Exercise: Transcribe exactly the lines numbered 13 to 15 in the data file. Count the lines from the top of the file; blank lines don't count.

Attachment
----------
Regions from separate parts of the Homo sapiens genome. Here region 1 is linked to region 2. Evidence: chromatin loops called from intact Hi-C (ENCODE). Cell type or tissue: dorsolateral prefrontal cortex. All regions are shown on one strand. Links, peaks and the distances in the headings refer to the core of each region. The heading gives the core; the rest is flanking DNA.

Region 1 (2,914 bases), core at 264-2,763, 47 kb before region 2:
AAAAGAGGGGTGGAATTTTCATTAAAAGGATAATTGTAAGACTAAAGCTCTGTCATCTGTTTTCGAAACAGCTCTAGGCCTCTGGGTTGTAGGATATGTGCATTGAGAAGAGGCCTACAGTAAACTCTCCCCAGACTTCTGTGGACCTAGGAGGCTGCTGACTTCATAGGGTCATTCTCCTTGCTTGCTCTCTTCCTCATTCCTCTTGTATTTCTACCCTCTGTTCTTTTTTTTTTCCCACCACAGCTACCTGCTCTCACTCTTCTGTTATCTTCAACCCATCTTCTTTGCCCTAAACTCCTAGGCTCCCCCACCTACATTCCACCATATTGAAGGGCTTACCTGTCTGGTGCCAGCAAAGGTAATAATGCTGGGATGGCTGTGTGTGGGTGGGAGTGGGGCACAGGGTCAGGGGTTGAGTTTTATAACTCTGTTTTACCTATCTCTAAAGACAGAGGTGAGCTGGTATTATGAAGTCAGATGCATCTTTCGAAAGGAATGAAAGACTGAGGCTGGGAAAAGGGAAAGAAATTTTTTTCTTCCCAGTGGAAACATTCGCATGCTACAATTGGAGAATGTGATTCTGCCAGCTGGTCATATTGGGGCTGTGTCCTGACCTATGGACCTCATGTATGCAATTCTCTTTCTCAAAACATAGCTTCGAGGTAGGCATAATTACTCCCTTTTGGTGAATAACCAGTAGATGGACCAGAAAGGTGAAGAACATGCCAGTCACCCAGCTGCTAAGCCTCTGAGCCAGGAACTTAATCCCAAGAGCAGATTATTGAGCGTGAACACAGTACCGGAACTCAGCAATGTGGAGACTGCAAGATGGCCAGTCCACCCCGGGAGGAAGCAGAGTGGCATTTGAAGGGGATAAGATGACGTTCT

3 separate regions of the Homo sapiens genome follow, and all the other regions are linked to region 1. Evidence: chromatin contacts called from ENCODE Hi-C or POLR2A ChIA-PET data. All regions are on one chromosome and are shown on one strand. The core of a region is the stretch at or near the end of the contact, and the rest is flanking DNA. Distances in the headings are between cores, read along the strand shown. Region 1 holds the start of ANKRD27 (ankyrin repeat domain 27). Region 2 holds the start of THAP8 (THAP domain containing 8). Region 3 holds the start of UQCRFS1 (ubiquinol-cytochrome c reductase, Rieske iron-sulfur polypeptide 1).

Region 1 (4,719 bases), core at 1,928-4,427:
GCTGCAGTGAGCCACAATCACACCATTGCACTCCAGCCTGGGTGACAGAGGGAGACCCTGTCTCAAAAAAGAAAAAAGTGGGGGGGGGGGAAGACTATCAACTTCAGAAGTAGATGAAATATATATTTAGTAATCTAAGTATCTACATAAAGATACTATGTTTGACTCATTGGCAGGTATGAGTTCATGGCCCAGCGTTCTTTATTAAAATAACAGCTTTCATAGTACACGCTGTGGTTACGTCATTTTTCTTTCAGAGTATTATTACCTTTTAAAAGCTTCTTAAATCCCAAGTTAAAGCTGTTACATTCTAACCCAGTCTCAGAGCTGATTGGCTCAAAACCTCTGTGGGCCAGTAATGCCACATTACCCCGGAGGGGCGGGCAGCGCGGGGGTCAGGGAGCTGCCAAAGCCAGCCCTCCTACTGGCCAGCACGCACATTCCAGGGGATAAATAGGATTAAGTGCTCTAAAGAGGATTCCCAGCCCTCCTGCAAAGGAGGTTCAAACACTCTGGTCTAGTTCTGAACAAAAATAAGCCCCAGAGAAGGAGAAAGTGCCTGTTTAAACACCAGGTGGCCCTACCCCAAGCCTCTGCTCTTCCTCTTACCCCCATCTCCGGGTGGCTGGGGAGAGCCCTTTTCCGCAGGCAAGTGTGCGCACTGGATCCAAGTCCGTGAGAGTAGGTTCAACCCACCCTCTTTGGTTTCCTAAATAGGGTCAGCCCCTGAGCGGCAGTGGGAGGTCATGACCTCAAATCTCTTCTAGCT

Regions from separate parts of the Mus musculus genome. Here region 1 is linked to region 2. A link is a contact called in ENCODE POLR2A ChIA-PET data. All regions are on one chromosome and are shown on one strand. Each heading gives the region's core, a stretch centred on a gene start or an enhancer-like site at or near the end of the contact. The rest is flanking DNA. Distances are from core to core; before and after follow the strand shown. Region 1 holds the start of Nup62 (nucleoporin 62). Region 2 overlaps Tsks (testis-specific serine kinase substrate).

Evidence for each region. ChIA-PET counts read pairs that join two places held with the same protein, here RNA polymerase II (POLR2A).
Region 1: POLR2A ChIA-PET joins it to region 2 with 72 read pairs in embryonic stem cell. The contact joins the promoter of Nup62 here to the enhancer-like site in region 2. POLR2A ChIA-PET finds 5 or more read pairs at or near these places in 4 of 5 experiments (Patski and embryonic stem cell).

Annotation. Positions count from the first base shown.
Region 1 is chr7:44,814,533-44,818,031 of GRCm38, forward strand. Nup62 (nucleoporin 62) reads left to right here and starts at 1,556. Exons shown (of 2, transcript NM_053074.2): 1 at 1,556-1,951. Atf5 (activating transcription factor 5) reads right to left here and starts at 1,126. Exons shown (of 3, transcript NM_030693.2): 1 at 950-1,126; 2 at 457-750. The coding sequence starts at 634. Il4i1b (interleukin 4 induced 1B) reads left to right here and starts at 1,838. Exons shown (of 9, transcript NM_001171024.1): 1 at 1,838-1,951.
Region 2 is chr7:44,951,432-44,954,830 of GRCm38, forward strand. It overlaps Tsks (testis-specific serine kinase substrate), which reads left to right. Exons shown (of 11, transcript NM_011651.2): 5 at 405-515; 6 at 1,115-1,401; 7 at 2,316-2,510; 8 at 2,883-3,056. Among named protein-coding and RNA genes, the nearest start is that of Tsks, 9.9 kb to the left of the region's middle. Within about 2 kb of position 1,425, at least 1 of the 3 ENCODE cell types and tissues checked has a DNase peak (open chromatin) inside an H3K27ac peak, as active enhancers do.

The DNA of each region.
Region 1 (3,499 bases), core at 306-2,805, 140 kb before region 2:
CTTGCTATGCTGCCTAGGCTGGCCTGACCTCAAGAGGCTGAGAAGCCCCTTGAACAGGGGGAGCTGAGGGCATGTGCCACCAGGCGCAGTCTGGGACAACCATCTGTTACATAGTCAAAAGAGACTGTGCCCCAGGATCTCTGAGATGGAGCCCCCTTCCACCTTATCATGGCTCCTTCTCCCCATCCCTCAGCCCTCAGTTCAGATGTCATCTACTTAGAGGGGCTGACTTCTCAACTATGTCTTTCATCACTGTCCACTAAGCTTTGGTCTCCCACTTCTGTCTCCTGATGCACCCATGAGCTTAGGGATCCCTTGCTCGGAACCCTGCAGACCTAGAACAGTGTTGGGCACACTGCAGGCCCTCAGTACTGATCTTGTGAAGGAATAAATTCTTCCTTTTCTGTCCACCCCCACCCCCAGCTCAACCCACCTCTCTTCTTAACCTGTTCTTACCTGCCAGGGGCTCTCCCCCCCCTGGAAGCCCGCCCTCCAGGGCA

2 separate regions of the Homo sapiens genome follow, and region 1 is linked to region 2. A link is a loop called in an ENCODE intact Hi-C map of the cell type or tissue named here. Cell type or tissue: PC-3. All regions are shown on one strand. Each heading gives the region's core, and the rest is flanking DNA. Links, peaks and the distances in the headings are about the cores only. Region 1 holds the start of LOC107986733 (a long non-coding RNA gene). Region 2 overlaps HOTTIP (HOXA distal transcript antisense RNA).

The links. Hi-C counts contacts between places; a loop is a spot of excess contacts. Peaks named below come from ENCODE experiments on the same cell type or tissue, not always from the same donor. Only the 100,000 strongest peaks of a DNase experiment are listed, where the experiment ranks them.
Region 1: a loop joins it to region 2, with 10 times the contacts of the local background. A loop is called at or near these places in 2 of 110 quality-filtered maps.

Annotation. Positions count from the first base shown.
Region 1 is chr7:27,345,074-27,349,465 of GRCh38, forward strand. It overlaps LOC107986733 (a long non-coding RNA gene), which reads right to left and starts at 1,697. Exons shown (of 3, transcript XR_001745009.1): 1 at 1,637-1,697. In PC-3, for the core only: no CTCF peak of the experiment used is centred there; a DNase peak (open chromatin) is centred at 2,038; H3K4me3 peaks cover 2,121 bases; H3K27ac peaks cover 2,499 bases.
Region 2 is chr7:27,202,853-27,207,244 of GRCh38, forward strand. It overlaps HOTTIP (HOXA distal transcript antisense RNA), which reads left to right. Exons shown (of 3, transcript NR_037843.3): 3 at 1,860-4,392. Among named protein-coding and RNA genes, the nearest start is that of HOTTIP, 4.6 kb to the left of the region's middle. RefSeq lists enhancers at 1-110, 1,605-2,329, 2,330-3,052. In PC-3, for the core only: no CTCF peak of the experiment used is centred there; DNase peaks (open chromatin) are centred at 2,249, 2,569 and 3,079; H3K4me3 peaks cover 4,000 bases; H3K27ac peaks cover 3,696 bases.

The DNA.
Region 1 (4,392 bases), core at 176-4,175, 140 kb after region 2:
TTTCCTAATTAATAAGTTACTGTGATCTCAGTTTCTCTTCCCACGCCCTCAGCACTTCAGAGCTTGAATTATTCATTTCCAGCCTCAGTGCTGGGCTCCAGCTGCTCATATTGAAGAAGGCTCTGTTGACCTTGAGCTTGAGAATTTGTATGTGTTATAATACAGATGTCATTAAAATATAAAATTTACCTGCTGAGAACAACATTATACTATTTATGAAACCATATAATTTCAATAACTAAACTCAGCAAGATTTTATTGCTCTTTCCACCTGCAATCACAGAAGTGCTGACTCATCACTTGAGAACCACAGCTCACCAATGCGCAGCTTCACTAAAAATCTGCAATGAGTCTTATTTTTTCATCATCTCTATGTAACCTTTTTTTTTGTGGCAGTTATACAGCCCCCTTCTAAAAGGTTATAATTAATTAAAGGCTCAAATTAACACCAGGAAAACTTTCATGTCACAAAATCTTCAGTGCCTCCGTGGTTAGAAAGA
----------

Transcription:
The DNA of each region.
Region 1 (3,499 bases), core at 306-2,805, 140 kb before region 2:
CTTGCTATGCTGCCTAGGCTGGCCTGACCTCAAGAGGCTGAGAAGCCCCTTGAACAGGGGGAGCTGAGGGCATGTGCCACCAGGCGCAGTCTGGGACAACCATCTGTTACATAGTCAAAAGAGACTGTGCCCCAGGATCTCTGAGATGGAGCCCCCTTCCACCTTATCATGGCTCCTTCTCCCCATCCCTCAGCCCTCAGTTCAGATGTCATCTACTTAGAGGGGCTGACTTCTCAACTATGTCTTTCATCACTGTCCACTAAGCTTTGGTCTCCCACTTCTGTCTCCTGATGCACCCATGAGCTTAGGGATCCCTTGCTCGGAACCCTGCAGACCTAGAACAGTGTTGGGCACACTGCAGGCCCTCAGTACTGATCTTGTGAAGGAATAAATTCTTCCTTTTCTGTCCACCCCCACCCCCAGCTCAACCCACCTCTCTTCTTAACCTGTTCTTACCTGCCAGGGGCTCTCCCCCCCCTGGAAGCCCGCCCTCCAGGGCA